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Album Review: Darius Rucker – Carolyn’s Boy

2 min read

Darius Rucker came to prominence in the music world as the frontman of Hootie & The Blowfish in the 1990s.  Although still together as a band (releasing their last album in 2019), a ten year hiatus in 2008 gave Rucker the opportunity to embark on his country solo career with Capitol Music Nashville, and he continues to release country under the same label to this day, with the South Carolina native racking up a string of hits and awards, and Carolyn’s Boy is his sixth country album released.  The subject of the title, Carolyn, is Rucker’s mother.  Although she died over thirty years ago, Rucker wrote this album as a tribute to her – as Rucker said of the album “It’s me just being who she raised me to be.”

The opening track on the album, Beers and Sunshine, was released as a single back in 2020, charting at 42 on the Billboard 100.     A laidback, cheerful track laden with references to Darius’ mother and a well-constructed piece it is too.  Following on, In This Together provides a lovely upbeat message, desiring unity and tolerance of our differences, while Never Been Over is more down tempo, with a stripped back, folk feel.  Fires Don’t Start Themselves is what I would consider an archetypal country song of the new millennia, and is the precursor to the only collaboration on the album, Ol’ Church Hymn, featuring the trio Chapel Hart.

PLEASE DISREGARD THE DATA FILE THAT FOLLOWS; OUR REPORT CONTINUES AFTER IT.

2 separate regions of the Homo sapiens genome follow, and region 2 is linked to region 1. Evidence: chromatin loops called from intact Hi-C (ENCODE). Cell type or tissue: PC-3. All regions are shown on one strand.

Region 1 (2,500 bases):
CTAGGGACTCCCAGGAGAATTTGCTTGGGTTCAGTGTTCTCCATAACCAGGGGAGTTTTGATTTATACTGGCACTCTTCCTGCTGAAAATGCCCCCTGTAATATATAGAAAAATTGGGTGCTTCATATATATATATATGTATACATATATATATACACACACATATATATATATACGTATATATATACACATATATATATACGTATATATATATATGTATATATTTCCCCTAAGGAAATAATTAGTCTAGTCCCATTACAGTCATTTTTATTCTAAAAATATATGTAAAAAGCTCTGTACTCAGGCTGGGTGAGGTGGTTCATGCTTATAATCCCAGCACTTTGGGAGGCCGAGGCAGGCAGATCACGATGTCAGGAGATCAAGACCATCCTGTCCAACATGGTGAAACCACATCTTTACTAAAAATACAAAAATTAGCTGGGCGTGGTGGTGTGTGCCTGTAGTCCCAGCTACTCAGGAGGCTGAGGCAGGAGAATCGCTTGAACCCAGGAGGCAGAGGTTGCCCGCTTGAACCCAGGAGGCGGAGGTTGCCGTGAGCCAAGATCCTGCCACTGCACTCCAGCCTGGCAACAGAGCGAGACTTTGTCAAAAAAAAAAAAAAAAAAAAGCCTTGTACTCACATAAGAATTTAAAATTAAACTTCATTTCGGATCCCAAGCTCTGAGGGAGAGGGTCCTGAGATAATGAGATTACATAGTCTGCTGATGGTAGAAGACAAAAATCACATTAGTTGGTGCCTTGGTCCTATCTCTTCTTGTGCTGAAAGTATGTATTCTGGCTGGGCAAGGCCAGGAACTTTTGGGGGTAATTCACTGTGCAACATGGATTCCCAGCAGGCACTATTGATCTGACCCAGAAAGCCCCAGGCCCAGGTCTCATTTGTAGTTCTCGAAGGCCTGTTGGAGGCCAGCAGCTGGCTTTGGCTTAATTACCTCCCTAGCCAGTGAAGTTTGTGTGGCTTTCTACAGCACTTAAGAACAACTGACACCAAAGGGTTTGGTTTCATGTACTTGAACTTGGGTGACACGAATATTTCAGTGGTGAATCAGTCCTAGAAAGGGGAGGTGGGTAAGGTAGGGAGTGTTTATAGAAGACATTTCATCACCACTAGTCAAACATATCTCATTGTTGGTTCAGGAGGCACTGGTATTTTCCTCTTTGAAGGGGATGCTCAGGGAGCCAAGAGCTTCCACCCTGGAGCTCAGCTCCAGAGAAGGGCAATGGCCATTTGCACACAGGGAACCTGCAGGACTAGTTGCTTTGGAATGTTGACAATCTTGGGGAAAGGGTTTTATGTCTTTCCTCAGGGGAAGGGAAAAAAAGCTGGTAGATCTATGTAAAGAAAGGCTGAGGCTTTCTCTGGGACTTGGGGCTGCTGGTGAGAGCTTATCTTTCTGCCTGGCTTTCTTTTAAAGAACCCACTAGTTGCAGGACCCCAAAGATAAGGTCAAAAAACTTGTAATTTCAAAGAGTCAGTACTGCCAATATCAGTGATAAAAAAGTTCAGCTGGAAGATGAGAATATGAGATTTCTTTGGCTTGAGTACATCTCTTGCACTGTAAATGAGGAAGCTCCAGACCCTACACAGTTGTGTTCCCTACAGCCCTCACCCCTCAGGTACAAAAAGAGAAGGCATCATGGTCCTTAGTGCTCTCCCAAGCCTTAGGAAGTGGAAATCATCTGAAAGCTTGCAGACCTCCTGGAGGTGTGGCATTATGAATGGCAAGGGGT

Some lovely slide guitar introduces the slower swing tempo of 7 Days with some pining, regret-tinged storytelling, and subsequent track Same Beer Different Problem is melodically upbeat with deceptive melancholy lyrics, with comforting drinking tropes woven in well.

Sara (co-written by, amongst others, Ed Sheeran) provides some nostalgic longing, as does Sure Would Have Loved Her, songs lodged either side of upbeat country-pop number Have a Good Time.  A lovely use of play of words all the way through Southern Comfort, whilst we experience some fine storytelling in 3am in Carolina, which leans on Rucker’s life of traveling around on tour whilst missing his home state.  Penultimate track Lift Me Up is another slow, almost ballad-like track, and Rucker rounds off the album with Stargazing, a beautifully sentimental song which Kacey Musgraves would be proud of.

In Carolyn’s Boy, Darius Rucker has managed to make a satisfying addition to the more pop side of modern country.  It’s a relatively traditional piece of work and a pleasant addition to any county fan’s musical library, without testing the edges of their musical palate – it’s a very safe bet of an album in that regard, and as good an album for the first-time country listener as it is for the mainstream country enthusiast.